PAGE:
Lindisfarne Ordinands have recently returned from their Summer School with the Lutheran Church in Northern Germany.
The group was based at the Lutheran Seminary at Ratzeburg about an hour’s drive east of Hamburg and close to the former East/West border. Ratzeburg is a small island city – now connected to the mainland by 3 causeways. It was here that the group attended Sunday worship at the magnificent 12 Century Cathedral. Ordinand Derek Brown writes: ‘I was prepared for a difficult hour at the prospect of a service entirely in German – even more so when I knew that it wasn’t to be Eucharistic, where the liturgy helps you to know what’s happening, whatever the language. In reality I found I was able to engage and I had a real sense of being part of the worship, except perhaps for the sermon!’
After spending a day at the seminary in Ratzeburg, the group headed off to Hamburg, where they met Fred who has lived on the streets of Hamburg for 17 years. He agreed to give the group an ‘alternative’ tour of the city, taking a morning off from selling Hinz & Kunzt (the Hamburg equivalent of the Big Issue) to guide them around ‘Hamburg from below’. Fred told the group that it is common practice in the city for businesses to support the homeless with drop-in services; the police do not ‘move them on’, he said, if they choose to spend the night in doorways, as businesses regard homeless people as unofficial ‘silent night watchmen’. At the end of his tour he said to the group: ‘It seems to me that the only difference between you and me is that I have a much larger living room.’ Teresa Laybourne, ordinand and head teacher says: ‘Fred is continuing to touch the hearts of others, even in our school, where I’ve shared some of his wise comments with staff and pupils.’
Over the next couple of days the ordinands went on to visit a range of other projects in the city. In Germany, people who earn over 17,000 Euros, and who attend church (or support its work) pay a Church tax which amounts to 8% of their total income tax. The tax is applicable to people from a range of religious communities, and the money goes to the faith group to which they are aligned. This provides funding for a wide range of activities and social services, including kindergartens, hospitals, young people’s projects and community programmes.
After the short stay in Hamburg, the group returned to Ratzeburg, where the Anglican ordinands spent time with a group of Lutheran trainee pastors. Already having a Masters Degree in theology, those training for ministry in the Lutheran Church in Northern Germany are parish-based during their ministerial training, returning to the seminary for block teaching sessions. The two groups shared in Bible study and in discussion on a range of issues, as well as in worship. Students reported that saying the Lord’s Prayer in unison – hearing Vater unser alongside Our Father – was a truly uplifting experience. On their last day together the group prepared a Eucharist using both German and English, at which Paul Philipps, Director of the Seminary, presided.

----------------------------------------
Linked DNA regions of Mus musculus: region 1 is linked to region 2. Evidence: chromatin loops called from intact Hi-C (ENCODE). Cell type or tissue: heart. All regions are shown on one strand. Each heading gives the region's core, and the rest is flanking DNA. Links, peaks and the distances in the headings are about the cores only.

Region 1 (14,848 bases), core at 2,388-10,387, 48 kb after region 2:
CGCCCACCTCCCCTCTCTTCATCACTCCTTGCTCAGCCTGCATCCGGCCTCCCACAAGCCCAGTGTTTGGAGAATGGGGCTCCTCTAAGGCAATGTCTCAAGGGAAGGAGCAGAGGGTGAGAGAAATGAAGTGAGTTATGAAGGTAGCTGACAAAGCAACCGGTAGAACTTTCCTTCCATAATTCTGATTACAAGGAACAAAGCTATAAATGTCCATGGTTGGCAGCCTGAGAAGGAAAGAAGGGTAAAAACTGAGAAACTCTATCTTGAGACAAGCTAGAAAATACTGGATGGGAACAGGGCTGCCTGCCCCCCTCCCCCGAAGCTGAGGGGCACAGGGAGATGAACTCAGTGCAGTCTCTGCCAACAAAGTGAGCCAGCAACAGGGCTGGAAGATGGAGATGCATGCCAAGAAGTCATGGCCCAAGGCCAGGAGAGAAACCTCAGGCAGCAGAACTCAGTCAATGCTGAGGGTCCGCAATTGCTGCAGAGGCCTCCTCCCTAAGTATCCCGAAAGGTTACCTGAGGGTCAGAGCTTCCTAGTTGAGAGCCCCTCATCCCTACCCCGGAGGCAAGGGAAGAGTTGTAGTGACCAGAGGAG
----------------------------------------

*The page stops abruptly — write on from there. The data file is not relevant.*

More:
Of course there were social times together too, plenty of excellent food, a lot of fun and laughter – and even, for some, a swim or two in the lake. Ordinand Lesley Jones commented, “I will remember with fondness the warm hospitality of our Lutheran colleagues, the liveliness of the trainees we worked with, the energy of the Director, Herr Philipps, and the way in which we were received and guided. We didn’t have to worry about where to go, where to eat, which bus went where. We could simply take things in, breathe in the culture, see the Lutheran Church in mission, ask the awkward questions and have space to reflect.”
June Barras, to be ordained this Petertide, summed up the trip: ‘A very friendly welcome, beautiful place, fascinating history; a moving experience of worship in two languages, yet a strong sense of being at one with each other as we joined hearts, hands and voices, united in the presence of God. I returned home touched, challenged, inspired and encouraged.’